Gamera’s All-Star Holiday Spectacular

There’s a marked difference between Godzilla’s clip show movie, Godzilla’s Revenge/All Monsters Attack, and Gamera’s, Gamera Super Monster. In Toho’s, the story followed lonely latchkey kid living through Japan’s economic expansion, at the cost of the traditional family. In the other, Daiei’s film riffs the Christopher Reeve-starring Superman, Spielberg’s Jaws, and Ultraman to do… something.

It’s hard to explain Gamera Super Monster, brought to life after Daiei’s post-bankruptcy rebirth, but without the confidence to spend any money on production. Like its predecessors, this is a children’s movie, starring an annoying, pitchy kid, Keiichi (Koichi Maeda) with a deep love for Gamera (who may or may not actually exist; the script is inconsistent).

At least 40 minutes of Gamera Super Monster’s runtime comes from stock footage

At least 40 minutes of Gamera Super Monster’s runtime comes from stock footage. Every prior film’s battles play on screen. In a pre-home video world, reliving Gamera’s monster duels held a little value, even when understanding Super Monster’s impossible cheapness. These days, fast forward proves invaluable. Gamera even comes up against anime, watching Spaceship Battle Yamamoto and others as he flies through space.

The Earth-bound story trying to sync this together deals with a space invasion. A not-subtle Star Wars Star Destroyer knock-off hangs out in space, shooting lasers at thinly disguised super women, while the invading Zanon empire’s lone representative calls on monsters to attack. It’s a wonder why all of the villainous creatures don’t attack at the same time, but asking for logic in Gamera Super Monster goes a step too far.

In the creative exhaustion, there’s a thin (very thin) plot about coming to understand, even empathize with one’s enemy. The Zanon woman (Keiko Kudo) learns compassion from Earth’s people, and the purity of children. Early on, Keiichi lets his pet turtle go, another message about caring, this time for animals. But, since it’s suggested Gamera IS that turtle, one can imagine kids dumping their pets and hoping they come back as flying, fire-breathing kaiju after watching Gamera Super Monster. They’ll end up disappointed, much like anyone who endures this sloppy movie.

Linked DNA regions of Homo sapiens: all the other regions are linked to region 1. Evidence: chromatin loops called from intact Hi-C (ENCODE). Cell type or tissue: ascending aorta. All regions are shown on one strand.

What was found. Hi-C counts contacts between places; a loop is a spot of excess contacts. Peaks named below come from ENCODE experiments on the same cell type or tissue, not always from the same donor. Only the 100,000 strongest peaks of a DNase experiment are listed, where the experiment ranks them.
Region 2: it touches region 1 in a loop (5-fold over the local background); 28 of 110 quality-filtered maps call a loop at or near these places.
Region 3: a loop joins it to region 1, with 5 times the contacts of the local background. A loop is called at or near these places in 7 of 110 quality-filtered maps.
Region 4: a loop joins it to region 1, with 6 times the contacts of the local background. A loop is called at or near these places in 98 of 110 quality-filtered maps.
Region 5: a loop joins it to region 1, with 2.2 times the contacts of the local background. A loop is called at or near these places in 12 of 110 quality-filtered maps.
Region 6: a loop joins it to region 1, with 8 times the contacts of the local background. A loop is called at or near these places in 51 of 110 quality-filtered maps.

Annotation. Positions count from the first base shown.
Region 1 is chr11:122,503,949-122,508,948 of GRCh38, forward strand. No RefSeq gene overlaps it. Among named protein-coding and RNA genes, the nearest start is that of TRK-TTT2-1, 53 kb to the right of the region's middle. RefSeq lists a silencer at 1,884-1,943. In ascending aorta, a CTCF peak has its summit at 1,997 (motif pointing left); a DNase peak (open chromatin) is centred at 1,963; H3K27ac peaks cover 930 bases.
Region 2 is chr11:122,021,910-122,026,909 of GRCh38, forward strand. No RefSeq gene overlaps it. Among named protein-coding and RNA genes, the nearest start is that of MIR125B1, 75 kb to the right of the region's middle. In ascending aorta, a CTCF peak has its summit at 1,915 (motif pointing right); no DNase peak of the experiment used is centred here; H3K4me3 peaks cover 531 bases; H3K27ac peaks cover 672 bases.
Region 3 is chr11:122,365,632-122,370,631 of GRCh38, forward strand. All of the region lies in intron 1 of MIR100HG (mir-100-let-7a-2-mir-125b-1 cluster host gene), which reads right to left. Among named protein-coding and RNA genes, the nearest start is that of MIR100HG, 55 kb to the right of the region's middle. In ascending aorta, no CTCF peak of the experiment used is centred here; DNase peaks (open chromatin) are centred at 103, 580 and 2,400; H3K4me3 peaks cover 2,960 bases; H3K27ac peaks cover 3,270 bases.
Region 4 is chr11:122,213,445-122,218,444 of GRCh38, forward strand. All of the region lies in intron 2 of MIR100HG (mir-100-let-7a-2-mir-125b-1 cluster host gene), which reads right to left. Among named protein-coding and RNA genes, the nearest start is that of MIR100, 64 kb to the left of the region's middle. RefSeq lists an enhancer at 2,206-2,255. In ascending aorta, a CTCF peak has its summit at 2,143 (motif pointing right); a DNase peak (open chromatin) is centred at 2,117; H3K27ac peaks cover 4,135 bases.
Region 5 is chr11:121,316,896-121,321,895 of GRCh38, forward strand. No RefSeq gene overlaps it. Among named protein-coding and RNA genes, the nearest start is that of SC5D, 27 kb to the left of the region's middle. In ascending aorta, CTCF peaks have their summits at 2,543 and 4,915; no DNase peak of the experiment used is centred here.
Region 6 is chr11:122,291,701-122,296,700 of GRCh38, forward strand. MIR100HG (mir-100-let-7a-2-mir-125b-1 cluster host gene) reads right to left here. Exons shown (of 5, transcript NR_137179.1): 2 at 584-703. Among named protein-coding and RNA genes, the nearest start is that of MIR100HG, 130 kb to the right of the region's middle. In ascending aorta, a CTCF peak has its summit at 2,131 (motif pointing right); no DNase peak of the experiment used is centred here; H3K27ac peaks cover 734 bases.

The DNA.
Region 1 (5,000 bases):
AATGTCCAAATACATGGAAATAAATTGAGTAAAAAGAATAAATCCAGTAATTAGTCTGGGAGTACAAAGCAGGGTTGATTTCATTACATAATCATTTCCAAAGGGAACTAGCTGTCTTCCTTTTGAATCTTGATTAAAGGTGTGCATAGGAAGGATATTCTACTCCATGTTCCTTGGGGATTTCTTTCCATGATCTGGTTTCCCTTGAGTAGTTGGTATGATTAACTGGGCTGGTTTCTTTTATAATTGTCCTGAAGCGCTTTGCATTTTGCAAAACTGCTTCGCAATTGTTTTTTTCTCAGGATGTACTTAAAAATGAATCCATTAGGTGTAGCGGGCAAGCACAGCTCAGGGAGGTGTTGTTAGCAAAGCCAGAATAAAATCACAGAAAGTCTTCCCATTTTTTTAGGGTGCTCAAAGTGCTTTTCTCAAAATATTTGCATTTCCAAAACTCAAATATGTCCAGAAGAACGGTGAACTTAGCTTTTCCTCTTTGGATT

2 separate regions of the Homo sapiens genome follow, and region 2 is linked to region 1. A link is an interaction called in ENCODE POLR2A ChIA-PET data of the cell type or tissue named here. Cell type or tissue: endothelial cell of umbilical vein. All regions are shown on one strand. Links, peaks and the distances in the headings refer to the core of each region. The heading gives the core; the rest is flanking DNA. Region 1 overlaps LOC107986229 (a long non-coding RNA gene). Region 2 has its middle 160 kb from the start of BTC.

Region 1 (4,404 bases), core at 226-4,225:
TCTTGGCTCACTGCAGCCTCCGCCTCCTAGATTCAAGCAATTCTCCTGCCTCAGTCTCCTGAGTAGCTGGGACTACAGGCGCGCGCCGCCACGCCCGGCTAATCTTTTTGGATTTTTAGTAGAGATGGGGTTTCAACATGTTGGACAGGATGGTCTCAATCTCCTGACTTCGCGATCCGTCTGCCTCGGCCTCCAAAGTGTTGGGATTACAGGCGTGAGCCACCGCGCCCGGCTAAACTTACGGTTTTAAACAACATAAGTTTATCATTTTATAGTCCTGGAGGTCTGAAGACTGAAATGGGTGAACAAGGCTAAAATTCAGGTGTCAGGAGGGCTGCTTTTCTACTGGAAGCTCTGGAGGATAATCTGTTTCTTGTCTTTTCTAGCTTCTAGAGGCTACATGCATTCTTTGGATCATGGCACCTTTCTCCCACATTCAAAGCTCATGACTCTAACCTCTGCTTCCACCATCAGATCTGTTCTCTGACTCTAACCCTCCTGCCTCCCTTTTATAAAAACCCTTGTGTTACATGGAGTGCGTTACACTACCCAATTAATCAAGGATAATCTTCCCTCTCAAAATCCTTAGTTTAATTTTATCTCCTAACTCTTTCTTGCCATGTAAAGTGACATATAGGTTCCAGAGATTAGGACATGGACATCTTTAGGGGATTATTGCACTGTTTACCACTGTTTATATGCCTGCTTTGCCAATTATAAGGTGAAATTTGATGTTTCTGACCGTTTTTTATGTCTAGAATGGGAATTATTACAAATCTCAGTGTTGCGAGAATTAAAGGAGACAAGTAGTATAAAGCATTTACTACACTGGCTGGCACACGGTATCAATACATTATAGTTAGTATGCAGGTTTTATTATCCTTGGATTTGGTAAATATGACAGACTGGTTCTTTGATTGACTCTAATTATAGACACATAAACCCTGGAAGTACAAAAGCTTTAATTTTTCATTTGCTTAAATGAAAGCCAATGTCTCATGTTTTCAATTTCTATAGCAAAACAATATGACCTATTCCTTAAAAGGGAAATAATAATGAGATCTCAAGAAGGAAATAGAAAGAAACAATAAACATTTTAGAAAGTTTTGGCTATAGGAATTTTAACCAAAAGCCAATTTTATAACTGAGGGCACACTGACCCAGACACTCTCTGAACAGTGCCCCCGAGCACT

Video

While it’s worth noting Gamera Super Monster shows slightly heavier compression than other movies in Arrow’s Gamera Blu-ray set (and it’s the bottom bill of a three-movie disc), if any movie didn’t deserve more space, this is it. Grain looks chunky and thick, even blocky. Gamera Super Monster fights for disc space, but it’s passable enough to appreciate the source.

Note the composite effects for Gamera Super Monster utilized a tape-to-film system, new at the time, and clearly limited now. When active, resolution flattens, and tape-based artifacts take over. There’s no getting around it. The actual 35mm footage offers a clear print and minimal damage, lightly textured. Also, the new footage comes in at 1.85:1, and to match, the stock footage is blown up from 2.35:1, leading to cropped imagery. That’s normal too, and no fault of Arrow’s mastering.

The best thing in this transfer is color saturation. Reds brightly shine, as do other primaries, although there’s lots of red in Gamera Super Monster. Pleasing, natural flesh tones stand out, giving images life.

Audio

At its peaks, the score sounds rotting, devoid of fidelity and wobbling while it plays. The energy is gone. Whether in the English dub or Japanese DTS-HD track, dialog wanes in clarity. There’s a roughness to the lines, but everything is intelligible.

Extras

Longtime kaiju fan and ‘zine contributor Richard Pusateri draws the short straw, giving the commentary for this clunker. August Ragone chimes in with his detailed introduction. English credits, trailers, and an image gallery come up as the Showa era finale.

Full disclosure: This Blu-ray was provided to us for review. This has not affected the editorial process. For information on how we handle review material, please visit our about us page to learn more.

Gamera Super Monster
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Only a few Japanese giant monster movies earn their stereotyped ridicule. Gamera Super Monster is among those elite.

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